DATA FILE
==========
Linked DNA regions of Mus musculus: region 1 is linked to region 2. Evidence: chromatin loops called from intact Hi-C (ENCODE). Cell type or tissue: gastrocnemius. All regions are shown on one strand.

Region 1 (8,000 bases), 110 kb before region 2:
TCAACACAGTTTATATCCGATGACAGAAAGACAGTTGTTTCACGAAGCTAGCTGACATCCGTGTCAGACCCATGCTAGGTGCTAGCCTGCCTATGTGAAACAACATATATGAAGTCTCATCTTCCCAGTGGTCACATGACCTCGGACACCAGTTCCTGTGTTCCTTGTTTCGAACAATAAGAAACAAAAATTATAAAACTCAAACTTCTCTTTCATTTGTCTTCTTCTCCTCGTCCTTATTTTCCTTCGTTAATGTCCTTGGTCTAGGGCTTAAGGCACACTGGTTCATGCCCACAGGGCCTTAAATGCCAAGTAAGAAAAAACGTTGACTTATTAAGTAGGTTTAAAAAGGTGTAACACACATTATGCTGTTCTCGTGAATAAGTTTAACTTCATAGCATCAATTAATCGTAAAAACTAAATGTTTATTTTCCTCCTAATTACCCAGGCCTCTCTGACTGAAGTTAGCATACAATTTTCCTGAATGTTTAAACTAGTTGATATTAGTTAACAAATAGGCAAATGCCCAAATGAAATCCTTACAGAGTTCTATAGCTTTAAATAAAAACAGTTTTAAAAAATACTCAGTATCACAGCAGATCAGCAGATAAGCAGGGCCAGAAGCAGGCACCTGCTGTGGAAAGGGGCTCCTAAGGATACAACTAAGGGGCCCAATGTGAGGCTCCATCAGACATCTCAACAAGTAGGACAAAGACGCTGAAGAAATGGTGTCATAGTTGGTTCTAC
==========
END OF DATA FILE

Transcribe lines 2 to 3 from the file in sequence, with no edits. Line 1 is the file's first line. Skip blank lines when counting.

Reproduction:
Region 1 (8,000 bases), 110 kb before region 2:
TCAACACAGTTTATATCCGATGACAGAAAGACAGTTGTTTCACGAAGCTAGCTGACATCCGTGTCAGACCCATGCTAGGTGCTAGCCTGCCTATGTGAAACAACATATATGAAGTCTCATCTTCCCAGTGGTCACATGACCTCGGACACCAGTTCCTGTGTTCCTTGTTTCGAACAATAAGAAACAAAAATTATAAAACTCAAACTTCTCTTTCATTTGTCTTCTTCTCCTCGTCCTTATTTTCCTTCGTTAATGTCCTTGGTCTAGGGCTTAAGGCACACTGGTTCATGCCCACAGGGCCTTAAATGCCAAGTAAGAAAAAACGTTGACTTATTAAGTAGGTTTAAAAAGGTGTAACACACATTATGCTGTTCTCGTGAATAAGTTTAACTTCATAGCATCAATTAATCGTAAAAACTAAATGTTTATTTTCCTCCTAATTACCCAGGCCTCTCTGACTGAAGTTAGCATACAATTTTCCTGAATGTTTAAACTAGTTGATATTAGTTAACAAATAGGCAAATGCCCAAATGAAATCCTTACAGAGTTCTATAGCTTTAAATAAAAACAGTTTTAAAAAATACTCAGTATCACAGCAGATCAGCAGATAAGCAGGGCCAGAAGCAGGCACCTGCTGTGGAAAGGGGCTCCTAAGGATACAACTAAGGGGCCCAATGTGAGGCTCCATCAGACATCTCAACAAGTAGGACAAAGACGCTGAAGAAATGGTGTCATAGTTGGTTCTAC